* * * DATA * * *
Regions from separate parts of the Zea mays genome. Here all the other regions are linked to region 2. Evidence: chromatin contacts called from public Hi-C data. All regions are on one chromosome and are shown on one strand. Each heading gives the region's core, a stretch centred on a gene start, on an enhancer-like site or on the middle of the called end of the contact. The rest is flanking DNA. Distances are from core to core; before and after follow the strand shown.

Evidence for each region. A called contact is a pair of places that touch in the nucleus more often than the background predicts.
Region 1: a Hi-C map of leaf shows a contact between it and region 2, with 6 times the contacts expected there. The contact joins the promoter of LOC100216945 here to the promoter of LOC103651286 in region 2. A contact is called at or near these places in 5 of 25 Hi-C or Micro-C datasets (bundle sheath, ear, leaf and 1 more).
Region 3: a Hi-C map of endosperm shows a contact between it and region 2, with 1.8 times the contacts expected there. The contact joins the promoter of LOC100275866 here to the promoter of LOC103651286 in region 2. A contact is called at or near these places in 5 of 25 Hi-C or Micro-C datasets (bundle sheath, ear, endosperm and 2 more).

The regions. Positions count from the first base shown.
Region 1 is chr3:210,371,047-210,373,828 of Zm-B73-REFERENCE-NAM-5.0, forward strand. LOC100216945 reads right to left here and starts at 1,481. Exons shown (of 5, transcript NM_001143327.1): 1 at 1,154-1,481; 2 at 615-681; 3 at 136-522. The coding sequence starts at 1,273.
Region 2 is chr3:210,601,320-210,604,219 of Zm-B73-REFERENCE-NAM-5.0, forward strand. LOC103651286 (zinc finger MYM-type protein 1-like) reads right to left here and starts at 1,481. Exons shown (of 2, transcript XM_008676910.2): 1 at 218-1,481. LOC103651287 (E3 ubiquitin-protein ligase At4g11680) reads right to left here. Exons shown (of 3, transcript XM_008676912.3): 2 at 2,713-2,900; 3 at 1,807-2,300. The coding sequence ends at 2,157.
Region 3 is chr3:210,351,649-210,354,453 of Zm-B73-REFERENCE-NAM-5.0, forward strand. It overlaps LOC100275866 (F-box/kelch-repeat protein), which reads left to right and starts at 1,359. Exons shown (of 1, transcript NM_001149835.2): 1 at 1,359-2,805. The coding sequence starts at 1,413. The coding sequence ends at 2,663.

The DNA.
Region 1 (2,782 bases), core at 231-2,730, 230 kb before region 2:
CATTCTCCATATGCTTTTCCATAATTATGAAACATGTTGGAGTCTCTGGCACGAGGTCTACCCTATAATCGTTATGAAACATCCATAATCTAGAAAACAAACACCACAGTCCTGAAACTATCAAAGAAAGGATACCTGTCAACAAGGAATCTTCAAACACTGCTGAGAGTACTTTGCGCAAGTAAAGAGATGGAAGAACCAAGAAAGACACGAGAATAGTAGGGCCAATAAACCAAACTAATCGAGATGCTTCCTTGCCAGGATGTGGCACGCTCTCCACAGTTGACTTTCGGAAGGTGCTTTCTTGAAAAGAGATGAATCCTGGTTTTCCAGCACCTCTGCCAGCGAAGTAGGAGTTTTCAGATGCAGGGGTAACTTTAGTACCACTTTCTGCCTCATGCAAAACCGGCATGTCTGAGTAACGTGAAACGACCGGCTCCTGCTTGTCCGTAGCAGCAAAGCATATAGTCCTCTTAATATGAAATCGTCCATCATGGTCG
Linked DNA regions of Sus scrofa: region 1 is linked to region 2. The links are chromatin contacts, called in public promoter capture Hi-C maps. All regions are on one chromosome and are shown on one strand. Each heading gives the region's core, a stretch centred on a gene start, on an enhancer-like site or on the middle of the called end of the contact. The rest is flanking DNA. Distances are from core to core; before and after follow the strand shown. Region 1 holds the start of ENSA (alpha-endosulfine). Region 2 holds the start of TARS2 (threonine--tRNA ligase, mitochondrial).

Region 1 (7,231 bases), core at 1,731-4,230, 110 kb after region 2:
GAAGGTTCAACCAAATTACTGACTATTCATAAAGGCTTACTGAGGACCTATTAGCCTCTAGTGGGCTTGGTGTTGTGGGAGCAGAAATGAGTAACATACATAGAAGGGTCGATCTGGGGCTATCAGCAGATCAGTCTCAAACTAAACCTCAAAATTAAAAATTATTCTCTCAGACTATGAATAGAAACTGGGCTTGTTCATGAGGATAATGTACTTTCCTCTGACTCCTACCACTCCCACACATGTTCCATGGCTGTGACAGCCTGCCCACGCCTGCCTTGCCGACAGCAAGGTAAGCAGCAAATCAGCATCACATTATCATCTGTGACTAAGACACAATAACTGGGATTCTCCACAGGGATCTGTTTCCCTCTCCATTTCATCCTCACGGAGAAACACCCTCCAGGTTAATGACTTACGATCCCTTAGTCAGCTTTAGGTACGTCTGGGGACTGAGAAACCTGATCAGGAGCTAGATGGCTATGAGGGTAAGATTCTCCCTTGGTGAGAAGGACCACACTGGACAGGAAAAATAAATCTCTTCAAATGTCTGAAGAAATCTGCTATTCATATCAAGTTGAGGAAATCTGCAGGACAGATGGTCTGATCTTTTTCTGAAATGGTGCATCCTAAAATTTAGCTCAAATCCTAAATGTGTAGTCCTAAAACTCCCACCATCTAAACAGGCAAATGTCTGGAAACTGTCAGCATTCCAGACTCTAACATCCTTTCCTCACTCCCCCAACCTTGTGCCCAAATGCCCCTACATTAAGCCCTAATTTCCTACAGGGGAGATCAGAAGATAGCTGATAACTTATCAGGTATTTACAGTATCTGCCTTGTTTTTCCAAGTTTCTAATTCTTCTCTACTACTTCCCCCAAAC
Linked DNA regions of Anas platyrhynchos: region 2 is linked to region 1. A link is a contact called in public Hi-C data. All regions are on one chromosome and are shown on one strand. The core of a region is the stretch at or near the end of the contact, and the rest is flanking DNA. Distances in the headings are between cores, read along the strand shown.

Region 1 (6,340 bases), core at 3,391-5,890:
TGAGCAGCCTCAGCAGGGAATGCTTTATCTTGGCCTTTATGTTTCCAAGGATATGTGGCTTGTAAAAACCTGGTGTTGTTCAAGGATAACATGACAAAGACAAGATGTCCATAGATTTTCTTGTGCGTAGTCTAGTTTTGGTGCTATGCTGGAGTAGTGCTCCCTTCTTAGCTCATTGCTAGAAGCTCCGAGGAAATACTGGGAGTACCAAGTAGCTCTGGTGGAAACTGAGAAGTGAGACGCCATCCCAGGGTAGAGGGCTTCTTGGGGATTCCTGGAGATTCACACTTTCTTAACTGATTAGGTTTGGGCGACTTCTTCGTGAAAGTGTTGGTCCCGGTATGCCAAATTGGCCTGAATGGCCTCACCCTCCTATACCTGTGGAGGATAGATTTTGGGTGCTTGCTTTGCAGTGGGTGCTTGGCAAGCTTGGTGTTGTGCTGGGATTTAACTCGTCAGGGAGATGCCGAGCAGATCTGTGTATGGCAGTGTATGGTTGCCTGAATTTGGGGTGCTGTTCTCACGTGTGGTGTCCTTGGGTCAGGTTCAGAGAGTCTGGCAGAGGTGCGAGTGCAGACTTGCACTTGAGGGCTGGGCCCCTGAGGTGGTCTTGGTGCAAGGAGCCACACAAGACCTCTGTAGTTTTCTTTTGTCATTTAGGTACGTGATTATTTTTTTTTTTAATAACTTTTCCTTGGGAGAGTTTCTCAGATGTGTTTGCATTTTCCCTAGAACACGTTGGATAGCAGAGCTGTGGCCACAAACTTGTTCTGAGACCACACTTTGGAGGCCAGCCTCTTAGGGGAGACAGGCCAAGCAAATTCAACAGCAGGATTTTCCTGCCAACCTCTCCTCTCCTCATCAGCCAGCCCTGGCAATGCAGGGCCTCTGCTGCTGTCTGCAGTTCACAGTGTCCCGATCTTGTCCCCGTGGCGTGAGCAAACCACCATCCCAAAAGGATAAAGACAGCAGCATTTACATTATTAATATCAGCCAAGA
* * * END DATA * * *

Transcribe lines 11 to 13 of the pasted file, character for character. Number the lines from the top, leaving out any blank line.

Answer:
CATTCTCCATATGCTTTTCCATAATTATGAAACATGTTGGAGTCTCTGGCACGAGGTCTACCCTATAATCGTTATGAAACATCCATAATCTAGAAAACAAACACCACAGTCCTGAAACTATCAAAGAAAGGATACCTGTCAACAAGGAATCTTCAAACACTGCTGAGAGTACTTTGCGCAAGTAAAGAGATGGAAGAACCAAGAAAGACACGAGAATAGTAGGGCCAATAAACCAAACTAATCGAGATGCTTCCTTGCCAGGATGTGGCACGCTCTCCACAGTTGACTTTCGGAAGGTGCTTTCTTGAAAAGAGATGAATCCTGGTTTTCCAGCACCTCTGCCAGCGAAGTAGGAGTTTTCAGATGCAGGGGTAACTTTAGTACCACTTTCTGCCTCATGCAAAACCGGCATGTCTGAGTAACGTGAAACGACCGGCTCCTGCTTGTCCGTAGCAGCAAAGCATATAGTCCTCTTAATATGAAATCGTCCATCATGGTCG
Linked DNA regions of Sus scrofa: region 1 is linked to region 2. The links are chromatin contacts, called in public promoter capture Hi-C maps. All regions are on one chromosome and are shown on one strand. Each heading gives the region's core, a stretch centred on a gene start, on an enhancer-like site or on the middle of the called end of the contact. The rest is flanking DNA. Distances are from core to core; before and after follow the strand shown. Region 1 holds the start of ENSA (alpha-endosulfine). Region 2 holds the start of TARS2 (threonine--tRNA ligase, mitochondrial).

Region 1 (7,231 bases), core at 1,731-4,230, 110 kb after region 2: